The following is a list of publications. Papers that are still in submission (pending acceptance/rejection) and papers in press are indicated as such in the citation.
PsyOps: Personality Assessment Through Gaming Behavior – PDF – Variable List
Traditional personality assessment methods are based on behavioral, observational, and self-report measures, each of which suffers from weaknesses that stem from ambiguity (behavioral measures), cost-payoff ratio (professional observation), and reliability (self-report). Assessment through video game play offers a way of quantifying behavior, automating observations, and side-stepping self-report. To determine whether video games are a valuable addition to the arsenal of personality assessment methods, we set out to answer the question: Does the statistically trackable play style of a player significantly correlate to his personality? To find the answer, we conducted a survey among Battlefield 3 players. Through the use of a promotional campaign, dubbed ‘Psy-Ops’, the response to the survey ran up to 13,376 individuals. Each participant was asked to fill out a 100-item IPIP (International Personality Item Pool) Big Five personality questionnaire, and requested for permission to draw their game statistics from a public database. All in all, 173 game variables, 100 personality scores, and 5 personality dimensions were correlated for the total sample, and 11 demographic subsamples. We found that play style and personality do correlate signicantly, showing three key themes. (1) Conscientiousness is negatively correlated with speed of action. (2) The game variable Unlock Score per Second correlates most often and most strongly with personality, especially with Conscientiousness and Extraversion. (3) Work ethic correlates negatively with performance in the game. Apart from these three themes, subsamples differ in correlational patterns.
An additional result was found when performing a posthoc analysis on age. Correlations between age and play style were greater than those between play style and personality. While themes (1), (2) and (3) showed effect sizes up to the 0.2 range, age offered effect sizes in the 0.3 range for game performance and game length preference, as well as a correlation of r =-0.42 with Unlock Score per Second. Age and personality correlate with a similar eect size as play style and personality. Therefore, age correlates strongly to play style, while age and play style offer complimentary correlations to personality.
CITATION: S. Tekofsky, P. Spronck, A. Plaat, J. Van den Herik, and J. Broersen. Psyops: Personality assessment through gaming behavior. In Proceedings of the International Conference on the Foundations of Digital Games. FDG, 2013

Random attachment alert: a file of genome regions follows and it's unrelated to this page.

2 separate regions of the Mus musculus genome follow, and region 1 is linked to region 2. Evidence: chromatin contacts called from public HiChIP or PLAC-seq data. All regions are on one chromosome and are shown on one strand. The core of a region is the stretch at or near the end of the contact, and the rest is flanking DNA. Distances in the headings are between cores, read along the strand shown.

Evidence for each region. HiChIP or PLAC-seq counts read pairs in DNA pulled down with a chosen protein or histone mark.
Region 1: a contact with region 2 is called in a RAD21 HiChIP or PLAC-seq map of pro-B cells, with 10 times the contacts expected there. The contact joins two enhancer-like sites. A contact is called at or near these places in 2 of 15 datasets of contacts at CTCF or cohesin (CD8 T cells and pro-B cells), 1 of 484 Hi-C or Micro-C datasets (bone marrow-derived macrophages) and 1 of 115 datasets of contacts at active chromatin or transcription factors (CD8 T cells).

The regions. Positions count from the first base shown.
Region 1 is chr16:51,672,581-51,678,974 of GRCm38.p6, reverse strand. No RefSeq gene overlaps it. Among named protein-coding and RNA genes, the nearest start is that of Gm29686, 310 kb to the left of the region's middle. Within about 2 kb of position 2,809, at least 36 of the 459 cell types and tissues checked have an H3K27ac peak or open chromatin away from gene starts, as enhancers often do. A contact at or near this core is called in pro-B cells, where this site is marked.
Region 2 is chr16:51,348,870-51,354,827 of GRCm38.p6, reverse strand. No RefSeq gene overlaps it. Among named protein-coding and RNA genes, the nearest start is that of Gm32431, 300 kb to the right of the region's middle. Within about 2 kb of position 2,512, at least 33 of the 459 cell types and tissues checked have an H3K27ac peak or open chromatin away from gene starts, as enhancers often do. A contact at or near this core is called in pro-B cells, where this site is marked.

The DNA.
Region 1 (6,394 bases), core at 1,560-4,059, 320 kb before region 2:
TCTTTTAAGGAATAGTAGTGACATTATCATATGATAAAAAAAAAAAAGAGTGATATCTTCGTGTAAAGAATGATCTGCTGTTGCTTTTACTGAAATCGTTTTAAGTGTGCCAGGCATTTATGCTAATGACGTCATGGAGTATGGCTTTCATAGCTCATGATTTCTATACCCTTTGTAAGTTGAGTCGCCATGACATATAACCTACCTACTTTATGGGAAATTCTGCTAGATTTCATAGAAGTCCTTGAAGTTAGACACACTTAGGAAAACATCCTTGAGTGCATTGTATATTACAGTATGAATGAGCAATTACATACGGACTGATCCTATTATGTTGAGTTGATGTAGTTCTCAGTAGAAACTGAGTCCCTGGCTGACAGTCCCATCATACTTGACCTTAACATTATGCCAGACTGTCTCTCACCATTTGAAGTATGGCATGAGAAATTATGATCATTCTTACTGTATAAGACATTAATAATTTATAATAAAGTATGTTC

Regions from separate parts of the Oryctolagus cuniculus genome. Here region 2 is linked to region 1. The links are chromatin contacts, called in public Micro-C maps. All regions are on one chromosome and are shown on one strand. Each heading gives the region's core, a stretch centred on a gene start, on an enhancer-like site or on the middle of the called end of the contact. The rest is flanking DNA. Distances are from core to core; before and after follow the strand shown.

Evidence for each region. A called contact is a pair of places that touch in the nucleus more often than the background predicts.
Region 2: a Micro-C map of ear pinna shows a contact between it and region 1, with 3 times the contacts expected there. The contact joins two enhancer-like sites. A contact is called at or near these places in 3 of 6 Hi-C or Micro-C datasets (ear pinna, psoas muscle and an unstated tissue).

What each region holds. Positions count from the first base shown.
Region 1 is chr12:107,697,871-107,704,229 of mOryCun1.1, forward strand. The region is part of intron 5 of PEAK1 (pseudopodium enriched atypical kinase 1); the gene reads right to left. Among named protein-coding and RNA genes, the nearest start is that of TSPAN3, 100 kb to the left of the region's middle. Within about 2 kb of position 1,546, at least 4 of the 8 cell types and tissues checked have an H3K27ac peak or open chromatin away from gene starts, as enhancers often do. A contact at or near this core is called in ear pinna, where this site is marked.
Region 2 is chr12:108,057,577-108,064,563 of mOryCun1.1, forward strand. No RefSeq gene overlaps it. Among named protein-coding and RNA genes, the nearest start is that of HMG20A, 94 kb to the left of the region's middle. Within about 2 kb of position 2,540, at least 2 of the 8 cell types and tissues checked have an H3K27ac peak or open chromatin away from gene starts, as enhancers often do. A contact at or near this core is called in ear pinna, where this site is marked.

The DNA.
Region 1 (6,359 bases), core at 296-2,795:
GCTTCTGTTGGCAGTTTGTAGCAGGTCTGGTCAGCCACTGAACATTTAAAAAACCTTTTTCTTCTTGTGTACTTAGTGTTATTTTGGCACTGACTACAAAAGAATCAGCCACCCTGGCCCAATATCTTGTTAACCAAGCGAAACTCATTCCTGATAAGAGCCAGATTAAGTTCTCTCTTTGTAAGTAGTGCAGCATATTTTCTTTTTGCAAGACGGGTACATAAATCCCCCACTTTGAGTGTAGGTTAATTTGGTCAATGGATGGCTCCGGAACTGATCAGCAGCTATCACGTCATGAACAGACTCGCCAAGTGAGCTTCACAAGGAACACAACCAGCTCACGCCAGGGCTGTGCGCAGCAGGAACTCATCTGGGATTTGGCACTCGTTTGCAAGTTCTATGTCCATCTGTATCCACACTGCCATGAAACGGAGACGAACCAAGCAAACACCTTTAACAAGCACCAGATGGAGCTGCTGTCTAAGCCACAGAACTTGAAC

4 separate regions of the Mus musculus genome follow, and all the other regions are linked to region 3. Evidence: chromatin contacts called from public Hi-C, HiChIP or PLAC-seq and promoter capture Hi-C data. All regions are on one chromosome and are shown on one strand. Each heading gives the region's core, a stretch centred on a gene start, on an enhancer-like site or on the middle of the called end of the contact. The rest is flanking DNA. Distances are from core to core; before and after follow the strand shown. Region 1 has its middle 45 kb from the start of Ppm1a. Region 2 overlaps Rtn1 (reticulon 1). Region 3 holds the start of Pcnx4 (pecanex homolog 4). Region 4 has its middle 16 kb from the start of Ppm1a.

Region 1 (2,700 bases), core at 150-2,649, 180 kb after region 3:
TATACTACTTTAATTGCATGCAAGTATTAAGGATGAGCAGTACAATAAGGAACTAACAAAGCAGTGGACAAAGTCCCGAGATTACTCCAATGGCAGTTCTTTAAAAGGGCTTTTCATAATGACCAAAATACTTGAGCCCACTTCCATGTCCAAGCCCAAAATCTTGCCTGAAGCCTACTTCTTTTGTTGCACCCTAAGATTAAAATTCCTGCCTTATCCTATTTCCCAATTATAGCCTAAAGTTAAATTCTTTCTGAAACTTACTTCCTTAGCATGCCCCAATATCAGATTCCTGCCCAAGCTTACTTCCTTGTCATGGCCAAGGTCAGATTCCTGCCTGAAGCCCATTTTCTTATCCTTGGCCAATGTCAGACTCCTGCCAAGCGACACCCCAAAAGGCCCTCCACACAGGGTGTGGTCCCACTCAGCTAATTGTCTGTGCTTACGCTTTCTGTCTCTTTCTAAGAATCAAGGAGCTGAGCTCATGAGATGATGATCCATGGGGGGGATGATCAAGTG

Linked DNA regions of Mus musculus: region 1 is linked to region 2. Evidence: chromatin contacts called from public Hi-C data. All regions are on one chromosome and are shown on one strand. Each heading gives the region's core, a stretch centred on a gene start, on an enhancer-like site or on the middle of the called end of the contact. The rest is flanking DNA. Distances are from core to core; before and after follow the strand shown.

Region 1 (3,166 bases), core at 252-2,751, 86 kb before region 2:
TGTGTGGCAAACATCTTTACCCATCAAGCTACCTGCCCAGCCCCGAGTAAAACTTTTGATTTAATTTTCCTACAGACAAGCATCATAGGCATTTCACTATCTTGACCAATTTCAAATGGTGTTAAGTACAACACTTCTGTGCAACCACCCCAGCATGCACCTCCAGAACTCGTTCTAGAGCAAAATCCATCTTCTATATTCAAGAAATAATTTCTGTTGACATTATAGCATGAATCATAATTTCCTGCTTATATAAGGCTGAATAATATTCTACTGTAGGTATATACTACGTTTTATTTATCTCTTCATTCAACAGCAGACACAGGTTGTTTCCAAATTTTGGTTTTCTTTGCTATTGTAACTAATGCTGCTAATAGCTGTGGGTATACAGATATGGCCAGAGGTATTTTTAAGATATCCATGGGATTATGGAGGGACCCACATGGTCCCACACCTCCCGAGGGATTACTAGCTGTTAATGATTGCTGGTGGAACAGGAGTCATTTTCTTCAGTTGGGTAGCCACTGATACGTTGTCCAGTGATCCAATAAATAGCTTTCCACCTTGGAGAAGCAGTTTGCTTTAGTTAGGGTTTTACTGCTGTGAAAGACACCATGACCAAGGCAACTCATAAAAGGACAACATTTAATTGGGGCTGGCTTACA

Play Style: Showing Your Age – PDF
Age has been shown to influence our preferences, choices, and cognitive performance. We expect this influence to be visible in the play style of an individual. Player models would then benefit from incorporating age, allowing developers to offer an increasingly personalized game experience to the player. To investigate the relationship between age and play style, we set out to determine how much of the variance in a player’s age can be explained by his play style. For this purpose, we used the data from a survey (‘PsyOps’) among 13,376 ‘Battlefield 3’ players. Starting out with 60 play style variables, we found that 45.7% of the variance in age can be explained by 46 play style variables. Furthermore, similar percentages of variance in age are explained when the sample is divided along gaming platform: 31 play style variables explain 43.1% on PC; 30 play style variables explain 53.9% on Xbox 360; 28 play style variables explain 51.7% on Playstation 3. Our findings have a high external validity due to the large and heterogeneous nature of the sample. The strength of the relationship between age and play style is considered ‘large’ according to Cohen’s classification. Previous research indicates that the nature of the relationship between age and play style is likely to be based on life-time developments in cognitive performance, motivation, and personality. All in all, our findings merit a recommendation to incorporate age in future player models.
CITATION: S. Tekofsky, P. Spronck, A. Plaat, J. Van den Herik, and J. Broersen. Play Style: Showing Your Age. In Proceedings of the IEEE 2013 Conference on Computational Intelligence in Games (In Press). CIG, 2013
Towards a Player Age Mode – PDF
This paper proposes a Player Age (PA) model with the potential to be generalized to many different games. The model offers insight into the relationship between age and play style. Game developers can use the PA model to gain a better understanding of their target audience, and to optimize adaptive game features (i.e., AI, targeted marketing). In order to become generically applicable, the PA model is based on the literature on life-span developments in physiology and psychology. The PA model states that player age is a linear function of four factors: Speed of Play (-), Performance (-), Preference (+/-), and Time Played (+/-). The model is validated on a data set from Battlefield 3 (FPS). It explains 33.7% of the variance in age (range: 12-65 years) with a standard error of 6.743. To determine the generic quality of the PA model, future work will validate it on games of other genres.
CITATION: S. Tekofsky, P. Spronck, M. Goudbeek, and J. Broersen. Towards a Player Age Model. In Proceedings of the Ninth AAAI Conference on Artificial Intelligence and Interactive Digital Entertainment (AIIDE-13) (In Press). AAAI, 2013